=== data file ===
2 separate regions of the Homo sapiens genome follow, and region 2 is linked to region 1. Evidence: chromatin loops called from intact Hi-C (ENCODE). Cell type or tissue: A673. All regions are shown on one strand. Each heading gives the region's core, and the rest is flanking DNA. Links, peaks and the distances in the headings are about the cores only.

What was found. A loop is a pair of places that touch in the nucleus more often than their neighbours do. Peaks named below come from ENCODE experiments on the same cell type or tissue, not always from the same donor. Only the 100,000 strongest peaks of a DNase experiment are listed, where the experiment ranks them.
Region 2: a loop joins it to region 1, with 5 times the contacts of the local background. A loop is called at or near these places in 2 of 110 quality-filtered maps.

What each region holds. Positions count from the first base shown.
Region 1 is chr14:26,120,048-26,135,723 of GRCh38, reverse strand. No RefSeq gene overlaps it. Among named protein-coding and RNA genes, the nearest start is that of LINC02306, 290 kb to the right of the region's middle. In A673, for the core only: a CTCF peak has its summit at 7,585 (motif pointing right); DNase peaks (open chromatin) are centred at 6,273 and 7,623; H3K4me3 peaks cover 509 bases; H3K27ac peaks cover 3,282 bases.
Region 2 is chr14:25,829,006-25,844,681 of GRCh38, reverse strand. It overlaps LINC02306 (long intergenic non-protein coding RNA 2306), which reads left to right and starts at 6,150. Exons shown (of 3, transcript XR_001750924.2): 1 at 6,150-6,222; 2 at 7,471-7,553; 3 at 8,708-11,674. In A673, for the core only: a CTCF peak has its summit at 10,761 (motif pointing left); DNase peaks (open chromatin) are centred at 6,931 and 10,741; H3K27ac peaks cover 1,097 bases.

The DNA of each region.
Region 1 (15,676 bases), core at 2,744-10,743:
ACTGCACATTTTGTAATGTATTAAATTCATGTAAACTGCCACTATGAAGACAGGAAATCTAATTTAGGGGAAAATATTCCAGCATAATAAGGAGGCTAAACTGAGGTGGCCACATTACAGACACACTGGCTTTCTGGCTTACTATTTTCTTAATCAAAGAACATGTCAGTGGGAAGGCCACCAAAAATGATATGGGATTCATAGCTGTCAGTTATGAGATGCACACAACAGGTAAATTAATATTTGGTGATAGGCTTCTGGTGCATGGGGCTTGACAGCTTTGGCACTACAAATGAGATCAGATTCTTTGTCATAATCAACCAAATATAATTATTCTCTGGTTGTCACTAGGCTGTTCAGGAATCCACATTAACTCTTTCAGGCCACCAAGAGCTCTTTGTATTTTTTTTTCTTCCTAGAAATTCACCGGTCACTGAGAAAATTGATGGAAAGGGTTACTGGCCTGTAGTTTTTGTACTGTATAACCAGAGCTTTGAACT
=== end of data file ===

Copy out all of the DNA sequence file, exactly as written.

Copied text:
2 separate regions of the Homo sapiens genome follow, and region 2 is linked to region 1. Evidence: chromatin loops called from intact Hi-C (ENCODE). Cell type or tissue: A673. All regions are shown on one strand. Each heading gives the region's core, and the rest is flanking DNA. Links, peaks and the distances in the headings are about the cores only.

What was found. A loop is a pair of places that touch in the nucleus more often than their neighbours do. Peaks named below come from ENCODE experiments on the same cell type or tissue, not always from the same donor. Only the 100,000 strongest peaks of a DNase experiment are listed, where the experiment ranks them.
Region 2: a loop joins it to region 1, with 5 times the contacts of the local background. A loop is called at or near these places in 2 of 110 quality-filtered maps.

What each region holds. Positions count from the first base shown.
Region 1 is chr14:26,120,048-26,135,723 of GRCh38, reverse strand. No RefSeq gene overlaps it. Among named protein-coding and RNA genes, the nearest start is that of LINC02306, 290 kb to the right of the region's middle. In A673, for the core only: a CTCF peak has its summit at 7,585 (motif pointing right); DNase peaks (open chromatin) are centred at 6,273 and 7,623; H3K4me3 peaks cover 509 bases; H3K27ac peaks cover 3,282 bases.
Region 2 is chr14:25,829,006-25,844,681 of GRCh38, reverse strand. It overlaps LINC02306 (long intergenic non-protein coding RNA 2306), which reads left to right and starts at 6,150. Exons shown (of 3, transcript XR_001750924.2): 1 at 6,150-6,222; 2 at 7,471-7,553; 3 at 8,708-11,674. In A673, for the core only: a CTCF peak has its summit at 10,761 (motif pointing left); DNase peaks (open chromatin) are centred at 6,931 and 10,741; H3K27ac peaks cover 1,097 bases.

The DNA of each region.
Region 1 (15,676 bases), core at 2,744-10,743:
ACTGCACATTTTGTAATGTATTAAATTCATGTAAACTGCCACTATGAAGACAGGAAATCTAATTTAGGGGAAAATATTCCAGCATAATAAGGAGGCTAAACTGAGGTGGCCACATTACAGACACACTGGCTTTCTGGCTTACTATTTTCTTAATCAAAGAACATGTCAGTGGGAAGGCCACCAAAAATGATATGGGATTCATAGCTGTCAGTTATGAGATGCACACAACAGGTAAATTAATATTTGGTGATAGGCTTCTGGTGCATGGGGCTTGACAGCTTTGGCACTACAAATGAGATCAGATTCTTTGTCATAATCAACCAAATATAATTATTCTCTGGTTGTCACTAGGCTGTTCAGGAATCCACATTAACTCTTTCAGGCCACCAAGAGCTCTTTGTATTTTTTTTTCTTCCTAGAAATTCACCGGTCACTGAGAAAATTGATGGAAAGGGTTACTGGCCTGTAGTTTTTGTACTGTATAACCAGAGCTTTGAACT